Andrew Garfield's Desmond Doss is not just string-bean thin, he's about as overtly a geek as you can get: during his first date with the woman he'll eventually marry, he wants to talk medical terminology. His view of the war is about what most liberals would assume theirs would be if they had been living at that time: they'd feel very threatened by on the encroaching Japanese, they'd want Americans to fight, but they'd hope if they had to be the ones serving that they wouldn't have to kill to help end the threat. Doss's role would suit perfectly, if they were requited to intense battlefield duty. Rather than having to focus on and kill other human beings, like him they could perhaps find means where they'd focus only on repairing the injured. Their act would not just nevertheless still very much help the war effort, it might amount to poetry, an unsuspecting flower blooming out of a field of wilt, an effrontery to dark times. They'd be doing as Doss imagines what he'll be up to: "While everybody is taking life, I'm going to be saving it." This is the "glory" they'd seek, in what for them really would be just a sad and unfortunate development that would have to be seen through, because the threat is real.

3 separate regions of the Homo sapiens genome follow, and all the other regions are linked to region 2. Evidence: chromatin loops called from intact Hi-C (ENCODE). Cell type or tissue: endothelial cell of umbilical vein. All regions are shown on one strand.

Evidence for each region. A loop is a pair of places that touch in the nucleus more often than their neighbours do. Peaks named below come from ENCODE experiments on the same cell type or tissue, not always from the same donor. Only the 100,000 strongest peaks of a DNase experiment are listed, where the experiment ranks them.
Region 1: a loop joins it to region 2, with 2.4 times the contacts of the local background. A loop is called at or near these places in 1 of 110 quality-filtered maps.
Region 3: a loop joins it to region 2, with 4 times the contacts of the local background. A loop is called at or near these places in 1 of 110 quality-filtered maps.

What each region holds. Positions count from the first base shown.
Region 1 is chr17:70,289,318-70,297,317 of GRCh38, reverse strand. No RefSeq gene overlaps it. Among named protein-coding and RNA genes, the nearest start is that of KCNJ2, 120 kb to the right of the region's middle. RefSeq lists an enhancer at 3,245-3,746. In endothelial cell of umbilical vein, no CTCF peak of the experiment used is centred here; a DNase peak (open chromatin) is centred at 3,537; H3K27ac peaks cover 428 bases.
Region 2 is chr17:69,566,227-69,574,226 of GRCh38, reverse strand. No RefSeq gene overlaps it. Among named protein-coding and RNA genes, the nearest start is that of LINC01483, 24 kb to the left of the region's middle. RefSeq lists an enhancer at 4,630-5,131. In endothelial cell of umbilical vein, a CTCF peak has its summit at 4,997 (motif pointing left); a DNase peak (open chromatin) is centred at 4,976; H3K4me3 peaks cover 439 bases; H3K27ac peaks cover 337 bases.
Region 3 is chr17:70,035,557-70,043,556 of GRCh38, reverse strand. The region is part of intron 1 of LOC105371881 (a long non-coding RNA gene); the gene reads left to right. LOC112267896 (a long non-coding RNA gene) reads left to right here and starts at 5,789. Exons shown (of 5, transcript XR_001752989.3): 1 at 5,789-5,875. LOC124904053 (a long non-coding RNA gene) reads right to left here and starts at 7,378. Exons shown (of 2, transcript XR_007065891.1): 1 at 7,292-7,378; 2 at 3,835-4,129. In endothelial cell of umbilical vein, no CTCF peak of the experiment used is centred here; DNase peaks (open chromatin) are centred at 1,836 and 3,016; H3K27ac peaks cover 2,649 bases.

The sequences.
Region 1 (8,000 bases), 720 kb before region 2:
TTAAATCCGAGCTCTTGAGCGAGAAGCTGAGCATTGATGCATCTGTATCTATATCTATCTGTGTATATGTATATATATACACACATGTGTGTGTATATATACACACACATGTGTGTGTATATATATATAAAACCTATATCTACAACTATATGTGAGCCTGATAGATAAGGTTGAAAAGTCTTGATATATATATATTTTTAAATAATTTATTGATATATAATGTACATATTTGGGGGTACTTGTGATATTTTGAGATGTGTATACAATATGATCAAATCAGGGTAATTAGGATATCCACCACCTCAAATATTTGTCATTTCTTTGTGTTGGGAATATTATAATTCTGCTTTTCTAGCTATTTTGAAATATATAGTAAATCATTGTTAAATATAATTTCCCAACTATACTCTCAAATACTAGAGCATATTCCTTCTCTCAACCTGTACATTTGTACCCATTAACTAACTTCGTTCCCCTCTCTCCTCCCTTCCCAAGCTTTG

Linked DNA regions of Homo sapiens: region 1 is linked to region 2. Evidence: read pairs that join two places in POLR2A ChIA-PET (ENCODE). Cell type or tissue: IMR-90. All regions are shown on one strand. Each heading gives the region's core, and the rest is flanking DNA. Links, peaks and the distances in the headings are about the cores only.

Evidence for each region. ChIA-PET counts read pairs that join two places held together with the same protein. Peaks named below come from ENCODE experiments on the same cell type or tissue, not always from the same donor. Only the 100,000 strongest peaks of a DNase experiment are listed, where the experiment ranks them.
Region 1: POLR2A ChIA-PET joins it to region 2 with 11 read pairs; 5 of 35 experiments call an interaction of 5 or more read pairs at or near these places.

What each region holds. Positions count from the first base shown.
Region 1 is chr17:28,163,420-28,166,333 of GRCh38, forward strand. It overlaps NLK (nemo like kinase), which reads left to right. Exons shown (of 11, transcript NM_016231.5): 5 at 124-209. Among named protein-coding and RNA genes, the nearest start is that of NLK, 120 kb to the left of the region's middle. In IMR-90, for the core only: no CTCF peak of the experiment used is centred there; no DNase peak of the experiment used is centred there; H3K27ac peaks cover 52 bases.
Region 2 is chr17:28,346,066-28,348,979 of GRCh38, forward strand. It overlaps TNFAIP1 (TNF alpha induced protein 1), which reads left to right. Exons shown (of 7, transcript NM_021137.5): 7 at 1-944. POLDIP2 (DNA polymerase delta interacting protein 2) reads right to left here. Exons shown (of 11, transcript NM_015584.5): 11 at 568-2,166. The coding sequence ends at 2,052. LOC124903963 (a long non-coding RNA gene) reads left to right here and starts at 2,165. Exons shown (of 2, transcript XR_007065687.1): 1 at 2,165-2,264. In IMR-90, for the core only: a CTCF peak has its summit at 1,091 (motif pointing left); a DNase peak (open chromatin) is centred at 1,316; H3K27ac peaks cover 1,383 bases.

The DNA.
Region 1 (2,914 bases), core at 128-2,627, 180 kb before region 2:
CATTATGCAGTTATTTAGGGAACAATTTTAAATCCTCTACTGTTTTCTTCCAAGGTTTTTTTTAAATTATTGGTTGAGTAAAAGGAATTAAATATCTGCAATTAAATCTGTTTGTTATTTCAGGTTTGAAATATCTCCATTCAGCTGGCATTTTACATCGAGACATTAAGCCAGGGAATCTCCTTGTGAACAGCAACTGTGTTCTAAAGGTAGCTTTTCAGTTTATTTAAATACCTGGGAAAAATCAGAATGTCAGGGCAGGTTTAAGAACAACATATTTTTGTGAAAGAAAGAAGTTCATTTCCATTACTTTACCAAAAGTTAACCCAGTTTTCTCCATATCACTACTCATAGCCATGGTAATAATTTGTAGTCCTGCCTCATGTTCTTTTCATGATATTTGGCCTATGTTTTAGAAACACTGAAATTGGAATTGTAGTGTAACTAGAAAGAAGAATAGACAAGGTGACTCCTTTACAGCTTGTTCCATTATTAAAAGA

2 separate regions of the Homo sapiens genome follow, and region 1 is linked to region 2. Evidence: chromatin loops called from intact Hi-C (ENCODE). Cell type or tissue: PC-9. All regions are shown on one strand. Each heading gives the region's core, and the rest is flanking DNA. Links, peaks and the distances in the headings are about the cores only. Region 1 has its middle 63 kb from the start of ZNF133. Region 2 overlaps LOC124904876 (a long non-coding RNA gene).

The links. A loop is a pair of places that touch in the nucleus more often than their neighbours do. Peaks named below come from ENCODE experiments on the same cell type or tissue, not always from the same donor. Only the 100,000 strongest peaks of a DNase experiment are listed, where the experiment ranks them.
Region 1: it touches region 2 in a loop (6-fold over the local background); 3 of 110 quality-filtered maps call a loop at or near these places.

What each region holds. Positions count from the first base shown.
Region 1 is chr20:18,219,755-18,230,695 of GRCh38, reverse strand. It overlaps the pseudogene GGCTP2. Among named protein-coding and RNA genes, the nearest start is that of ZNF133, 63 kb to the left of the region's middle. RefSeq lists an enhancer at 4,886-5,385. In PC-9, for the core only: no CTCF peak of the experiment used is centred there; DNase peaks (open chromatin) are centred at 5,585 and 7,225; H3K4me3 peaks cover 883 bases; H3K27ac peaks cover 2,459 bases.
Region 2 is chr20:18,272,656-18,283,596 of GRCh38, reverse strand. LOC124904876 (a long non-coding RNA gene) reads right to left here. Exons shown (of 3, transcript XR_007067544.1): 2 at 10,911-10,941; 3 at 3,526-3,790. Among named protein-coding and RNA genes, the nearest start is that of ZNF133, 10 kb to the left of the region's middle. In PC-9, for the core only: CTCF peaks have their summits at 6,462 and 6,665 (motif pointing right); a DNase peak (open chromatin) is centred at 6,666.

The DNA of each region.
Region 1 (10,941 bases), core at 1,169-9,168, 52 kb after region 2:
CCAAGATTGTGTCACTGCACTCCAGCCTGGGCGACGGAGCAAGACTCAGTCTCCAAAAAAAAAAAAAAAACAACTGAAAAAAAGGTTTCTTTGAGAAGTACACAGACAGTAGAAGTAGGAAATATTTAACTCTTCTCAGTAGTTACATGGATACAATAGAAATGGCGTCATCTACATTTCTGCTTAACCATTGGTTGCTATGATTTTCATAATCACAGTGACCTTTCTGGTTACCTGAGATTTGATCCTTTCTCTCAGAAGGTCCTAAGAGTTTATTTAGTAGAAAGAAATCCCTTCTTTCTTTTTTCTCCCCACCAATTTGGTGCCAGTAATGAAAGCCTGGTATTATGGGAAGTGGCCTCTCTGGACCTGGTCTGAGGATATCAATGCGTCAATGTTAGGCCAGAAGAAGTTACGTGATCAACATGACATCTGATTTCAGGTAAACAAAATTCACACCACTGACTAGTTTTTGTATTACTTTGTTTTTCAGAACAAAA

So if in this film the closest person to someone a liberal would naturally identify with is not only not an object of sport but a hero, should liberals react to the film -- actually warmly? Is the film akin to Glen Beck's recent recantation, his revelation that he actually loves the man he had been so committed to hate (in Beck's case, Barrack Obama)? The immediate rejoinder to this possibility would be of course that this isn't just war being shown, but massive carnage, and isn't there something a lot lurid in being drawn to battles which are just meat-grinders of human lives? ("Hi honey, I love you and we should be married, but first let me go onto this stage where I'll play Russian Roulette with guns and grenades and with half a chance of dying or losing multiple appendages or finding a crater where my stomach used to be, to see if it's worth our making any in-depth preparations.") Was it, for instance, perhaps mostly the fact that the real Desmond Doss did his heroics on a battlefield which suffered casualties akin to the worst in World War One, which drew Mel Gibson to him? That if Doss had done his many rescues in a less harrowing environment, a less catastrophic one, Gibson would of passed it by as of no interest and even chosen over it subject matter that had nothing to do with war and had less to do with courage, but got the carnage part right? And if it's lurid, if it's pornographic, then isn't it to the distraught Republican working class' taste, and rather to the educated liberal's natural aversion?